One Up On Wall Street
The Advantages Of Dumb Money
The first rule of this book is that people should stop listening to professionals, because after spending twenty years in the market, any regular person who uses at least 3% of their brain's capacity, can understand and pick stocks efficiently just like an average expert on Wall Street. Investing is not rocket science, instead, it is about smart money. The author says that when a person picks a stock of their own, they should outperform the experts.
Lynch also talks about mutual funds. He says that it is a wonderful avenue for people who do not have sufficient time or inclination to 'test their wits against the stock market.' It is also fit for those who seek diversification and have small amounts of money to invest.
He mentions that there are three good reasons why people should ignore what Lynch himself is buying: These reasons basically apply to all those who blindly follow famous investors or analysts.
- He might be wrong
- Even if he is right, one doesn't know when he might change his mind about a stock
- One has better sources to refer to, and it is all around them.
Lynch writes that the more right a person is about one stock, the more wrong they can be on all others and still end up triumphing as an investor.
One may have thought that a ten-bagger can only happen with some stock in a weird company, which generally investors avoid. But that's not the case, and there are numerous multi-baggers in respectable companies like Dunkin Donuts, Stop & Shop, etc who have given handsome returns.
While discussing the power of shared knowledge, he explains that to get spectacular returns, one has to sell and buy at the right time. He explained with an example that his wife Carolyn is one of his best sources because she had discovered L’eggs which turned out to be one of the two most successful customer products of the 70’s. His wife didn't have to be a textile analyst to realize that the company was selling a superior product; all she had to do was to try the product after buying it.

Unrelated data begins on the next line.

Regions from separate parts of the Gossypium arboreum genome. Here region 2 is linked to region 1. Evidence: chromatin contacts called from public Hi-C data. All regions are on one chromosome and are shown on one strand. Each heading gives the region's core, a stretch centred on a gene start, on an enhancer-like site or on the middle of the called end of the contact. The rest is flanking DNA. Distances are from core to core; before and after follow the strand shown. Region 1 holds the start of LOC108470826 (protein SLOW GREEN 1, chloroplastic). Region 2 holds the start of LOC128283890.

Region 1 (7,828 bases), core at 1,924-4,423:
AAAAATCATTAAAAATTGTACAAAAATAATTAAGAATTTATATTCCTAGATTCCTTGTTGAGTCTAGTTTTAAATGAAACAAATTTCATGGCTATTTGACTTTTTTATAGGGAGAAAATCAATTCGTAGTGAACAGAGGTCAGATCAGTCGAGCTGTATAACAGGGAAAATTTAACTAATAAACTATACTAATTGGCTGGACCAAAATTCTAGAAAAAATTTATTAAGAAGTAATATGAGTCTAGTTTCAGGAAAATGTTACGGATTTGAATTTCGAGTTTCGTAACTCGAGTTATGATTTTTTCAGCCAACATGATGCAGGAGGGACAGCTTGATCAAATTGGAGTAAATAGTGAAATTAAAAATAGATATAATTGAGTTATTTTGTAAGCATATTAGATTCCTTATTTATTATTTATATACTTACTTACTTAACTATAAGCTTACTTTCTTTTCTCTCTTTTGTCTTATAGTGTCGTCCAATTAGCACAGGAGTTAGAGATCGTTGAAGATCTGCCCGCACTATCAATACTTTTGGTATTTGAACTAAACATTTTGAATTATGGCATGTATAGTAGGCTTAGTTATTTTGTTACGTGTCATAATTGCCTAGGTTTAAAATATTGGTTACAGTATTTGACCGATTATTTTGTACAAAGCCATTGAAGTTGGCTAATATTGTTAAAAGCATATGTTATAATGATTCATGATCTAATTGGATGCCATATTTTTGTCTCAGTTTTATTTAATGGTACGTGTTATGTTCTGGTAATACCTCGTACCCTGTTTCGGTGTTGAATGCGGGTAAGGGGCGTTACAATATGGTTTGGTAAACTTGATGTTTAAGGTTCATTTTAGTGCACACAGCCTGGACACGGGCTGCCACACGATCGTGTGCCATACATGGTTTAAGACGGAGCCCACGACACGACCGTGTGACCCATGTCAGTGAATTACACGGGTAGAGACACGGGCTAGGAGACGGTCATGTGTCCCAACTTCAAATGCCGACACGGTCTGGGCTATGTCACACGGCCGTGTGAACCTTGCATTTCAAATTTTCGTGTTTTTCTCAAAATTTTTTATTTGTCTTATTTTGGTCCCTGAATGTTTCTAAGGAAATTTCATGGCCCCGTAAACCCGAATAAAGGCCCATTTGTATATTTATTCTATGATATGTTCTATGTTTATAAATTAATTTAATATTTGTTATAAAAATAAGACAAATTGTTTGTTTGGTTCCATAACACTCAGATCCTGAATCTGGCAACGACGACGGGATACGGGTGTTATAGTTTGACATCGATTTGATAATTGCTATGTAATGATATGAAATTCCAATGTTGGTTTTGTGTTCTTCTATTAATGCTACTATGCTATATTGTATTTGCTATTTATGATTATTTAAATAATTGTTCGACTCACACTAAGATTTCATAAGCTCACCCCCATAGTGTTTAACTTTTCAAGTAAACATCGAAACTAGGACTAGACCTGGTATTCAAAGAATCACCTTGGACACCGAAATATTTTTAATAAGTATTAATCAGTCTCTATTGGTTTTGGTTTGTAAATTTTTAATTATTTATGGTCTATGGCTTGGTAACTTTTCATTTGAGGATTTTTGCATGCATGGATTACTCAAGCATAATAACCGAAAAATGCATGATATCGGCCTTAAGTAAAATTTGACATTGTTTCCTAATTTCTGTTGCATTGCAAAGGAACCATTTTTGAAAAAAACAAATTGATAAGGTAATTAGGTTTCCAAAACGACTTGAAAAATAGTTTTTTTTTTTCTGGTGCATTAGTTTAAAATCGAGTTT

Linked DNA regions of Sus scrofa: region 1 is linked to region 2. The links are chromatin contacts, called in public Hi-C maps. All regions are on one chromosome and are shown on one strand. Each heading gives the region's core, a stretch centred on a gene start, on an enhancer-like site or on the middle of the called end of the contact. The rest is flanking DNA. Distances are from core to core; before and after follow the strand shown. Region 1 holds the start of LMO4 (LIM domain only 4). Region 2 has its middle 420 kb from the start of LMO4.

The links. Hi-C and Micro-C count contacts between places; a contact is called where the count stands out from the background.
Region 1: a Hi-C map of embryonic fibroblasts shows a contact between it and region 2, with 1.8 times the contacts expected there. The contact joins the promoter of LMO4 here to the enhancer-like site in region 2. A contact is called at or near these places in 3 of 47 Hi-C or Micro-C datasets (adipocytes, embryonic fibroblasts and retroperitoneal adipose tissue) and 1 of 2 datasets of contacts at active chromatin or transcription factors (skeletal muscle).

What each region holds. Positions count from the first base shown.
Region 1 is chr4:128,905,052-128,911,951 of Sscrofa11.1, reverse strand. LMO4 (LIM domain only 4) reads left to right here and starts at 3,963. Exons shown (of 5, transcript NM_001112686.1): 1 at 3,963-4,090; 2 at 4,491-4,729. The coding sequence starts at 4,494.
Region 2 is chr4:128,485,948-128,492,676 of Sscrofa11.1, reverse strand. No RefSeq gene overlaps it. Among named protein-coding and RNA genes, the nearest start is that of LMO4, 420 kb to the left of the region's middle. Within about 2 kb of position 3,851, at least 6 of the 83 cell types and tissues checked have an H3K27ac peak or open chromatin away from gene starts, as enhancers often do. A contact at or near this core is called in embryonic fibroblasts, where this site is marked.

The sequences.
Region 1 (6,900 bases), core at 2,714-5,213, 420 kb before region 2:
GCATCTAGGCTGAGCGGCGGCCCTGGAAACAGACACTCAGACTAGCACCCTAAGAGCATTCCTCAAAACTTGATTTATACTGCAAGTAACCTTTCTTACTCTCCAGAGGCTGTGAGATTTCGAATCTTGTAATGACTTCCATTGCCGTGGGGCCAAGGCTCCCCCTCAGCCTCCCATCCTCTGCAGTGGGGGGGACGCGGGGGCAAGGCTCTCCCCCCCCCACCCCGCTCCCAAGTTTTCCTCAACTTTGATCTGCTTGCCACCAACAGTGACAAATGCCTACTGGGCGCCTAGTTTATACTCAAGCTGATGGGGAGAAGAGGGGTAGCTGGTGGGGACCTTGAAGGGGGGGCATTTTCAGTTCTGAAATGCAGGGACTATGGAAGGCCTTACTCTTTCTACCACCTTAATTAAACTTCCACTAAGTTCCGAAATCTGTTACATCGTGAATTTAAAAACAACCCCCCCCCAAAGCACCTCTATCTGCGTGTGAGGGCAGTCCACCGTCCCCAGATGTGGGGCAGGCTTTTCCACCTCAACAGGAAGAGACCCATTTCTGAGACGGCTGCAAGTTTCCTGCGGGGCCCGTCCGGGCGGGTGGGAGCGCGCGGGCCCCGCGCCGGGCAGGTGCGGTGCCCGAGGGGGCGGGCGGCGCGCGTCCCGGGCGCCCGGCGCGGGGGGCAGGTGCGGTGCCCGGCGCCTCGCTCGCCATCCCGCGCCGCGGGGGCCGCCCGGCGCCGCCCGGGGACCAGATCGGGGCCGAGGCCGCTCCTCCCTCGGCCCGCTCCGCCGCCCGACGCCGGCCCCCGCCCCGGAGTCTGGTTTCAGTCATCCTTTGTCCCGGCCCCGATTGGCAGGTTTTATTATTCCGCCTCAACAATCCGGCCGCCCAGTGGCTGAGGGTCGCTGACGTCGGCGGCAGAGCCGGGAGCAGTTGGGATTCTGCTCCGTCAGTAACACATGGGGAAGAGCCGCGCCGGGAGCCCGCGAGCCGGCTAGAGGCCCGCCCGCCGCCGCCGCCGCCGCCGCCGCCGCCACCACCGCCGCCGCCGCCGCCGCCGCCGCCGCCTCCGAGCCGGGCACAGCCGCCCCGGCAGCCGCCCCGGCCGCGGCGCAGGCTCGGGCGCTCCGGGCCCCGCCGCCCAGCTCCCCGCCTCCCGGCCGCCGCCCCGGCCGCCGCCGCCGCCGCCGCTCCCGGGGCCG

He says that people are more comfortable in making investments in something about which they don't have full knowledge.
He says that finding a company that is promising is only the first step post that, conducting a thorough research is important which helps one to understand companies and their products better.
Lynch writes that he is confident that any investor can benefit from the same tactics. According to him, it does not take much to 'outsmart the smart money'.
The book One up on Wall Street is divided into three parts where the first one deals with how one can assess themselves as a stock picker, how they can size up the competition and how one can decide if stocks are riskier than bonds. This part also focuses on how one should examine their financial needs and also develop a successful stock-picking routine.
In the second part of this book, he writes about how one can find promising opportunities and can decide what to look for and what to avoid. It discusses in detail how one should use brokers, annual reports and other resources to their best advantage. It also deals with what one can make of the various numbers involved in the technical evaluation of stocks.
The third part of his book deals with how one can design a portfolio or keep track of companies in which one is interested. Apart from this, Lynch also writes about when one can buy or sell the follies of options and futures and also comprises some general observations about the health of Wall Street, the stock market and American enterprise, all of which Lynch has noticed in due course of twenty years of investing.